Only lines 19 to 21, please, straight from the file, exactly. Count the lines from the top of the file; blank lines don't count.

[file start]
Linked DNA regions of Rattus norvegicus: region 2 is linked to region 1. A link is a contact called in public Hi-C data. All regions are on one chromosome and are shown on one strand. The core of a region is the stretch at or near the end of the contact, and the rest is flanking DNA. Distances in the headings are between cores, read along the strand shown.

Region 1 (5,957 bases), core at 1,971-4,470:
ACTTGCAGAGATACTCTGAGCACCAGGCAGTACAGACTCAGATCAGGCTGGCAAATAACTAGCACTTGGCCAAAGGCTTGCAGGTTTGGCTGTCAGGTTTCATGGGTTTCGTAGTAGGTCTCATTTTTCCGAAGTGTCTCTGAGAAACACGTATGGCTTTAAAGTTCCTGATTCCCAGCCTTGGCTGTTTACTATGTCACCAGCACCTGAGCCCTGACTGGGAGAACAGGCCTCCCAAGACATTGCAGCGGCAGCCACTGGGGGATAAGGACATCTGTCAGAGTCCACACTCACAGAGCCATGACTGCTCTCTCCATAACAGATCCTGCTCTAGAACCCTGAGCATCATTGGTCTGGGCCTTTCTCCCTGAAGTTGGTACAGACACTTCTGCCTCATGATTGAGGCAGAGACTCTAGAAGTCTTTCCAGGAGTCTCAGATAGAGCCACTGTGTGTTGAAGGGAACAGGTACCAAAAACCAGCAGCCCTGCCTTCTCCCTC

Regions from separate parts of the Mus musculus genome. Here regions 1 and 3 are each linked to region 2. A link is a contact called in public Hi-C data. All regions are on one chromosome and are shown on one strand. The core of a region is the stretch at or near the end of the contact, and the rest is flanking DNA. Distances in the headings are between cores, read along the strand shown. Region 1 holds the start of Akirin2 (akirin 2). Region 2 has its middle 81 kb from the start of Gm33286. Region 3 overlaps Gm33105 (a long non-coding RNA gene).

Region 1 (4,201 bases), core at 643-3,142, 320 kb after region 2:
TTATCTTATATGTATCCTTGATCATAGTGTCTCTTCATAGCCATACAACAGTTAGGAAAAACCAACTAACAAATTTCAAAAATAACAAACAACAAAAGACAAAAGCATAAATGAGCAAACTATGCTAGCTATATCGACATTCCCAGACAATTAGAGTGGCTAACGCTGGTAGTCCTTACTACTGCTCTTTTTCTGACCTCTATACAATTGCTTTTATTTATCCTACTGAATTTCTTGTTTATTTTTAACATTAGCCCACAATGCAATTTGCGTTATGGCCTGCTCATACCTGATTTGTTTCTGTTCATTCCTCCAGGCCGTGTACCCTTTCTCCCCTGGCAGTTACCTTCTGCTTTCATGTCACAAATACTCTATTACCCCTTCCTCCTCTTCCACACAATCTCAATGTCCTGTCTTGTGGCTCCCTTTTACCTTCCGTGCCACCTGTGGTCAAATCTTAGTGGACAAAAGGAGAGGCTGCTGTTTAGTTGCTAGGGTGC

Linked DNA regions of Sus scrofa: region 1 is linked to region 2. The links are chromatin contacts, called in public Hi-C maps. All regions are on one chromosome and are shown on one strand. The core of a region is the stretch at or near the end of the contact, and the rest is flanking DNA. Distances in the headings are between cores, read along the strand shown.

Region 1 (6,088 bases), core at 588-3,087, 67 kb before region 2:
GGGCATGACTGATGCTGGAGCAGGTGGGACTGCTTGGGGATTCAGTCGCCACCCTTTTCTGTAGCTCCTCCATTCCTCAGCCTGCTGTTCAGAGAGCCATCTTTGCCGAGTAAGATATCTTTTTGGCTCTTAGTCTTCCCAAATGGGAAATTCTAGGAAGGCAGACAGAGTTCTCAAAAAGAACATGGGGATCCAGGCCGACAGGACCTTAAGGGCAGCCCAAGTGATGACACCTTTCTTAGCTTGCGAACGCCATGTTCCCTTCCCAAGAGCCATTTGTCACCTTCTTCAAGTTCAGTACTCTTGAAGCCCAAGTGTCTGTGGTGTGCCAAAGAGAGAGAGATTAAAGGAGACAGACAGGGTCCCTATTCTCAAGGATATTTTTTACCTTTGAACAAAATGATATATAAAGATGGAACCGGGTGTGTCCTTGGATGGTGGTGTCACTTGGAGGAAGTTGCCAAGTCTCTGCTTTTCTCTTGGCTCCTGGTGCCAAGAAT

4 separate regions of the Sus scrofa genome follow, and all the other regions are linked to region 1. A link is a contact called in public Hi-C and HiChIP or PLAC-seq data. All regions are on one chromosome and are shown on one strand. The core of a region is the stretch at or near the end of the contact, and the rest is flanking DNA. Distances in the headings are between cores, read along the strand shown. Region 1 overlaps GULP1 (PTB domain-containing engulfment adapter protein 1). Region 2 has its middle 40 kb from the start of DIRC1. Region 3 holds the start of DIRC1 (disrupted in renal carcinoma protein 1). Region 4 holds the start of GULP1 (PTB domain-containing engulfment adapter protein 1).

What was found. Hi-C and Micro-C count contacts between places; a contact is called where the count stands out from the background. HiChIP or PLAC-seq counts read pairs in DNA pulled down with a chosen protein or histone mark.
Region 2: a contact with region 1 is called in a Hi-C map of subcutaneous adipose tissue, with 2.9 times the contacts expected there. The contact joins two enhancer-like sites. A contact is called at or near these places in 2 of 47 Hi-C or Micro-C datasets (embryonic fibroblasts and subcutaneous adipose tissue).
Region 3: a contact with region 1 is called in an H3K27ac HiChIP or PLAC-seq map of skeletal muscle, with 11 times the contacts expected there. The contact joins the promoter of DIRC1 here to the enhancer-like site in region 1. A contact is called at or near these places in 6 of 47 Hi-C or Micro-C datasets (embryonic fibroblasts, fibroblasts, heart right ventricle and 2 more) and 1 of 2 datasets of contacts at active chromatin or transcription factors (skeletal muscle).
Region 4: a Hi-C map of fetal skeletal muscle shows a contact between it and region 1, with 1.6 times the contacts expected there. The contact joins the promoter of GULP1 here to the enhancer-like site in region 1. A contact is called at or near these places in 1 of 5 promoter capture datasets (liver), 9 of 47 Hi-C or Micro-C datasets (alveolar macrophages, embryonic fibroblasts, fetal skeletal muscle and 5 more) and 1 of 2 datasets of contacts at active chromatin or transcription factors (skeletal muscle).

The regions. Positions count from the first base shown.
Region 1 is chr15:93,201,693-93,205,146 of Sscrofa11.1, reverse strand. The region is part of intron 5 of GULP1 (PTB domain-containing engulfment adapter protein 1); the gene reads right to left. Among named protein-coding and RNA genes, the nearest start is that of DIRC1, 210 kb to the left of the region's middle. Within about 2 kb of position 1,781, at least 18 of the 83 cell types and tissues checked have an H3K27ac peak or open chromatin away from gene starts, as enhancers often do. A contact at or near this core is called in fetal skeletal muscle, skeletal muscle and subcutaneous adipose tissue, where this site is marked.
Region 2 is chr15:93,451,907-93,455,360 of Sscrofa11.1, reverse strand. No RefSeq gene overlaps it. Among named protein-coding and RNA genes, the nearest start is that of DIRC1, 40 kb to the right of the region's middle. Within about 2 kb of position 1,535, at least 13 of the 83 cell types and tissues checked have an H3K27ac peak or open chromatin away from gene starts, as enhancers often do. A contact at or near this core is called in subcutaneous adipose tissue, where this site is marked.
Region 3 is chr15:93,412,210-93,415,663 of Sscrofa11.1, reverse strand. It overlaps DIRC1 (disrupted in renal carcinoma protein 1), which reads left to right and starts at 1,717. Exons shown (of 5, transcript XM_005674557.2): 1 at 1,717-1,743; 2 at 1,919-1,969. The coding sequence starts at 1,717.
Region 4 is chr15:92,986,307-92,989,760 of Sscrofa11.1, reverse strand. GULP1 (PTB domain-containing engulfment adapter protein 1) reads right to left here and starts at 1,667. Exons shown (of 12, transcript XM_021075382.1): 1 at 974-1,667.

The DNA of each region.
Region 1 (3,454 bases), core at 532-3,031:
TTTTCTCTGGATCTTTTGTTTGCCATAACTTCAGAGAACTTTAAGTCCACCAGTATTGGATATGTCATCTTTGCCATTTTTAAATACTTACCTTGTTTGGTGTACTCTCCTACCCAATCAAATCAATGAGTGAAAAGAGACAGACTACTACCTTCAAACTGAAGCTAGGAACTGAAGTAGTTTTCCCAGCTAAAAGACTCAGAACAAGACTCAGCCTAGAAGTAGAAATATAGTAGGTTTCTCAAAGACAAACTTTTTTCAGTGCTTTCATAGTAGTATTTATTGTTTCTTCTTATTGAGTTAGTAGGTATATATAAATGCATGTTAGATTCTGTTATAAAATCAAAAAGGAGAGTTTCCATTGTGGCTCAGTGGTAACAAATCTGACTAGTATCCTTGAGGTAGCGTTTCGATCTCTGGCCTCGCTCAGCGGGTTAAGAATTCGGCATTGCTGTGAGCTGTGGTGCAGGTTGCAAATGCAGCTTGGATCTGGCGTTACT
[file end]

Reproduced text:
Region 4 is chr15:92,986,307-92,989,760 of Sscrofa11.1, reverse strand. GULP1 (PTB domain-containing engulfment adapter protein 1) reads right to left here and starts at 1,667. Exons shown (of 12, transcript XM_021075382.1): 1 at 974-1,667.

The DNA of each region.
Region 1 (3,454 bases), core at 532-3,031: